Posted by: rcottrill | November 22, 2013

Let All Mortal Flesh Keep Silence

Words: Early Greek hymn (probably from the 4th century), the Cherubic Hymn, in the Liturgy of St. James of Jerusalem; paraphrased by Gerard Moultrie (b. Sept. 16, 1829; d. Apr. 25, 1885)

Music: Traditional 17th century French melody; harmonized by Ralph Vaughn Williams, and becoming the hymn tune Picardy, used with this text in The English Hymnal, 1906.

Links:

Wordwise Hymns
The Cyber Hymnal

Note: There were some who believed this hymn was written by the James who was the early leader of the church at Jerusalem, and who gave us the epistle that bears his name. However, the hymn likely came from a time later than that, around AD 350. Even so, that makes it one of the earliest Christian hymns still in use. Gerard Moultrie’s English version was published in 1864.

The opening summons of this great hymn, is adapted from the book of Habakkuk, where it comes at the conclusion of a stern series of condemning “woes” from the Lord, upon Chaldea (or Babylon) the enemy of His people Israel (Hab. 3:5-20).

Babylon was a rising power, and an invasion of the southern kingdom of Judah was threatening. The prophet was aware of the sins of his own people, and concerned about that, but he couldn’t understand how God could make use of a heathen power to chasten them. The Lord’s answer was that those who were in a right relationship with Him should continue to live by faith (Hab. 2:4).

Though Jehovah may sovereignly choose to use Babylon to discipline His wayward people, He is fully aware of the sins of that godless nation, and Babylon will be punished.

“Woe to him who increases what is not his” (vs. 6); “woe to him who covets evil gain for his house” (vs. 9); “woe to him who builds a town with bloodshed” (vs. 12); “woe to him who gives drink to his neighbour [tempting him to drunkenness]” (vs. 15); “woe to him who says to wood, ‘Awake!’ [that is, who engages in idol worship]” (vs. 19).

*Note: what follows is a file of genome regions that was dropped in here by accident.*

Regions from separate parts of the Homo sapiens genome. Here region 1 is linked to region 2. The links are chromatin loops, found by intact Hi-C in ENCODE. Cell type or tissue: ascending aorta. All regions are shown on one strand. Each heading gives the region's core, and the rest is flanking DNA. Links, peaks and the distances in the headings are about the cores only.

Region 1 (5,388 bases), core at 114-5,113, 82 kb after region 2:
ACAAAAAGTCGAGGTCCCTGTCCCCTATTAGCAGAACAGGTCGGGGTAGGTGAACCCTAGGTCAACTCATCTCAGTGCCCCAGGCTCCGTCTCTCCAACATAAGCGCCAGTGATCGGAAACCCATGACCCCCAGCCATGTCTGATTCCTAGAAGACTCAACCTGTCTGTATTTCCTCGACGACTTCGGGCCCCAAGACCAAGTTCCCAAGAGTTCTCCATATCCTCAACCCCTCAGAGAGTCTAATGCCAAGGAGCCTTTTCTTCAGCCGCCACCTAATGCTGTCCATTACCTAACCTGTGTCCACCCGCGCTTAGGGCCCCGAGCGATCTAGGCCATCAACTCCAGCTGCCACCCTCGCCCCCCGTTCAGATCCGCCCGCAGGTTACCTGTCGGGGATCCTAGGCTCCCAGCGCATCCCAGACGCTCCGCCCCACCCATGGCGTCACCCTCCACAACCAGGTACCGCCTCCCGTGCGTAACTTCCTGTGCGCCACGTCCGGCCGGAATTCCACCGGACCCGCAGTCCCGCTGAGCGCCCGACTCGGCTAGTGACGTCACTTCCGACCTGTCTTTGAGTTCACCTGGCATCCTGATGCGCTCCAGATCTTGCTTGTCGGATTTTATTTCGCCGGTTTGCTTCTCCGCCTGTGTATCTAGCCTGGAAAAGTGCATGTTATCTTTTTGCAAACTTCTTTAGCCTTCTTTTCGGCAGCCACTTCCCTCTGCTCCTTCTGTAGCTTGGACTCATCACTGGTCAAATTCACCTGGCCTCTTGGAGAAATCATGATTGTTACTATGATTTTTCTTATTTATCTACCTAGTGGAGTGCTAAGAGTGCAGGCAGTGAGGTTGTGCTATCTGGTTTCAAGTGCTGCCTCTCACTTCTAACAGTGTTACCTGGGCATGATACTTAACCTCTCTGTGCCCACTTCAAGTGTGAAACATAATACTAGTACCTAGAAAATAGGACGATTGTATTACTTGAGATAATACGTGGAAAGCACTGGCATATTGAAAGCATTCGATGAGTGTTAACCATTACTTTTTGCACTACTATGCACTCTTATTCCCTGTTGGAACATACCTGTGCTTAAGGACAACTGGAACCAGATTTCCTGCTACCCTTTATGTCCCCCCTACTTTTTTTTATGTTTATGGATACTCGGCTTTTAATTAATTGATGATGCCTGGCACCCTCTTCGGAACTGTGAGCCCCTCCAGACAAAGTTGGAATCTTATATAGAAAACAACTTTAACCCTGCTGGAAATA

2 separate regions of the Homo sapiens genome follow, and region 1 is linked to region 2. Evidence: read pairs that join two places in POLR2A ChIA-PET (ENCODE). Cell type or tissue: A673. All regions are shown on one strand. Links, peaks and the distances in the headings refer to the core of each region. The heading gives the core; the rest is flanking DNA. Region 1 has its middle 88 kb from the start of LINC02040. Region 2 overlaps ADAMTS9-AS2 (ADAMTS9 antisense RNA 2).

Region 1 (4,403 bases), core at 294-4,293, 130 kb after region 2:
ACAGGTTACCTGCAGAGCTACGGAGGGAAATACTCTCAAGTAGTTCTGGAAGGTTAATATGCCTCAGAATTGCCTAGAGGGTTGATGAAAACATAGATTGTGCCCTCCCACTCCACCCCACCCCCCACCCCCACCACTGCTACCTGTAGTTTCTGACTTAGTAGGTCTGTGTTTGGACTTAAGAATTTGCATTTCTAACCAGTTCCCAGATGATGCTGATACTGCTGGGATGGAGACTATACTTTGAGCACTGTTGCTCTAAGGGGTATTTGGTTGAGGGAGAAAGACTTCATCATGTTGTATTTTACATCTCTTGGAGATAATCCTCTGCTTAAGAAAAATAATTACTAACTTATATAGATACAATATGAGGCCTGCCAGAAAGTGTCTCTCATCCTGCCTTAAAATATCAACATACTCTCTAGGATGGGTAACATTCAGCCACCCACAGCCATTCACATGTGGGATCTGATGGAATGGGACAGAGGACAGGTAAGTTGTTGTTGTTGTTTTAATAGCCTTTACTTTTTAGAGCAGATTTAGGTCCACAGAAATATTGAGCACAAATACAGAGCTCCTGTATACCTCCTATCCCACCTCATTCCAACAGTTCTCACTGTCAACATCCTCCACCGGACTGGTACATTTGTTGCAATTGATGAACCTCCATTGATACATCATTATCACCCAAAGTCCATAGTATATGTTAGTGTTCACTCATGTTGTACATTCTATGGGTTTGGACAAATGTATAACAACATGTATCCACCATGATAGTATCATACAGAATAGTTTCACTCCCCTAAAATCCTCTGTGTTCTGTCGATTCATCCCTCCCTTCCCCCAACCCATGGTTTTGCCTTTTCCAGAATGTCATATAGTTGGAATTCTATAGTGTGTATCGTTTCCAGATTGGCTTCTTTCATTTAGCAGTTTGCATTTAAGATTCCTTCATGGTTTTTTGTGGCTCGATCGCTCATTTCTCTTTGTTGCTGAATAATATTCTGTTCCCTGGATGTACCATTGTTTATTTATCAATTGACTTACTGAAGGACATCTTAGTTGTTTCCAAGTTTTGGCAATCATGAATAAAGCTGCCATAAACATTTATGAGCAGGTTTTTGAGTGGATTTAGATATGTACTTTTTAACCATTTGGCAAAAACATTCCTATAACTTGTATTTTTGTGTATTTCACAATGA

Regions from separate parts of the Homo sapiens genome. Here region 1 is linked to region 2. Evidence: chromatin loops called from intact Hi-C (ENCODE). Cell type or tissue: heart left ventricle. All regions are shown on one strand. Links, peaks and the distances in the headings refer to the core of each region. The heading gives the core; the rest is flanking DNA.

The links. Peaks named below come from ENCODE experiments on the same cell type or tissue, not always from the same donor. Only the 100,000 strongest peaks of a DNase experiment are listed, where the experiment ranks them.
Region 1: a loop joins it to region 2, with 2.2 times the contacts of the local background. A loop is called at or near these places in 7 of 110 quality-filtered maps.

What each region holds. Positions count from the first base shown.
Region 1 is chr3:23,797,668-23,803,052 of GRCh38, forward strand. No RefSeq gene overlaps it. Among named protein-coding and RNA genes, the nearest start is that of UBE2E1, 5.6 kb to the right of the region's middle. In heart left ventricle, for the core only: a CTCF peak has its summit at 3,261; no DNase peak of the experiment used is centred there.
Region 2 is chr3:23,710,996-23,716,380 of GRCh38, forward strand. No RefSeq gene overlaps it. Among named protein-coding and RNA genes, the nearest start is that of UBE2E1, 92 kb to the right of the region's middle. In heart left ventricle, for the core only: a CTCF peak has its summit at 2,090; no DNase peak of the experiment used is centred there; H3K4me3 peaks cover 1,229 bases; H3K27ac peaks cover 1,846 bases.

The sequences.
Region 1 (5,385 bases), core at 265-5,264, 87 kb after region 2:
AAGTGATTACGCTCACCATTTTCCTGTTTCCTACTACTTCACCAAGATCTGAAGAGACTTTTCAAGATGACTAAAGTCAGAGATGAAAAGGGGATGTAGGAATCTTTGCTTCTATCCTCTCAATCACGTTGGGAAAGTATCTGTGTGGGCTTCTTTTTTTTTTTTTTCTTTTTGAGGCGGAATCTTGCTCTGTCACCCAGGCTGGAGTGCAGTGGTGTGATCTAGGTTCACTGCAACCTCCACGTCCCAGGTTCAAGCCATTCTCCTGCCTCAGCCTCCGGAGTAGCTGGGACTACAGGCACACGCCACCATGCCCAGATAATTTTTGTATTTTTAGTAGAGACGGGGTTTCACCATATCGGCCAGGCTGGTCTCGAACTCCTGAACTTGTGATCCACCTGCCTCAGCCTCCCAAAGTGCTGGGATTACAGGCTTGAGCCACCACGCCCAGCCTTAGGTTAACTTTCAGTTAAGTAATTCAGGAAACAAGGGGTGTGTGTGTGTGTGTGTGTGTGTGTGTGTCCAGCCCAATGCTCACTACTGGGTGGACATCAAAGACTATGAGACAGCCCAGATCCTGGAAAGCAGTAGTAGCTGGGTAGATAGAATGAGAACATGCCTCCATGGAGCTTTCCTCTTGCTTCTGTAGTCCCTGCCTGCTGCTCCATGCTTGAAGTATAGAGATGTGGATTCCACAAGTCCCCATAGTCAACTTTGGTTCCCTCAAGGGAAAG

In contrast to the latter terrible sin of idolatry:

“The Lord is in [and ruling from] His holy temple [His heavenly sanctuary, cf. Ps. 11:4]. Let all the earth [all mortal flesh] keep silence [hush] before Him” (vs. 20).

The idols of the heathen will never “awake” and speak to them. They will remain silent. And that is what those who make them and bow to them need to do. To hush, and hear the voice of Almighty God, speaking through His prophet. There ought to be an awed silence before the sovereign Lord of the universe, because He is about to act in judgment on the sins of His people, and ultimately on that nation He will use for the purpose.

Though Habakkuk 2:20 is used, not only in the present hymn but, in some churches, as a brief Introit, inviting the people of God to a meditative silence prior to the service, or prior to the sermon, it’s important to see it in its context in Scripture. A holy God is calling sinners to account (cf. 1:12).

This hymn would be fitting for the Christmas season, but it was used in ancient times in connection with the Eucharist (the Communion Service, or Lord’s Supper). It emphasized the solemnity of that occasion. Think of who it is that came to die for our sins. He is not only fully Man, but fully God. He is “Lord of lords, in human vesture” (CH-2), and demands “our full homage” (CH-1).

CH-1) Let all mortal flesh keep silence,
And with fear and trembling stand;
Ponder nothing earthly minded,
For with blessing in His hand,
Christ our God to earth descendeth,
Our full homage to demand.

The fact that He is attended by the angels of heaven at once shows His superiority to them (cf. Heb. 1:4-14), and shows the great importance of the incarnation and what followed it. Two particular ranks of the holy angels are singled out for mention.

1) The seraphim–worshiping angels. (The “im” at the end of the word makes “seraph” plural in Hebrew.) Isaiah tells us of a heavenly vision he had of seraphim hovering around the throne of God. Their work seems to be to exalt and glorify God (Isa. 6:1-3).

2) The cherubim–guardian angels. Cherubim (more than one) were assigned to guard the entrance to the garden of Eden, after the fall, preventing Adam and Eve from returning (Gen. 3:24). But their main duties seem to be associated with the throne of God, as guardians there (Isa. 37:16). That is why, when the Lord prepared to reveal His presence in the holy of holies of the tabernacle, the images of two golden cherubim were placed above the mercy seat (Heb. 9:5).

The hymn writer pictures these heavenly beings as part of a heavenly procession when Christ descends to this earth. We do know that the angels “desire to look into” the great thing the Lord has done to purchase our salvation (I Pet. 1:12).

CH-3) Rank on rank the host of heaven
Spreads its vanguard on the way,
As the Light of light descendeth
From the realms of endless day,
That the powers of hell may vanish
As the darkness clears away.

CH-4) At His feet the six wingèd seraph,
Cherubim with sleepless eye,
Veil their faces to the Presence,
As with ceaseless voice they cry:
Alleluia, Alleluia
Alleluia, Lord Most High!

Questions:
1) Does your church use this hymn, either for the Lord’s Supper or for the Christmas season?

2) To your knowledge, what is the attitude of your congregation at the Lord’s Supper? (And what can we do to foster a sense of holy awe there?)


Links:

Wordwise Hymns
The Cyber Hymnal


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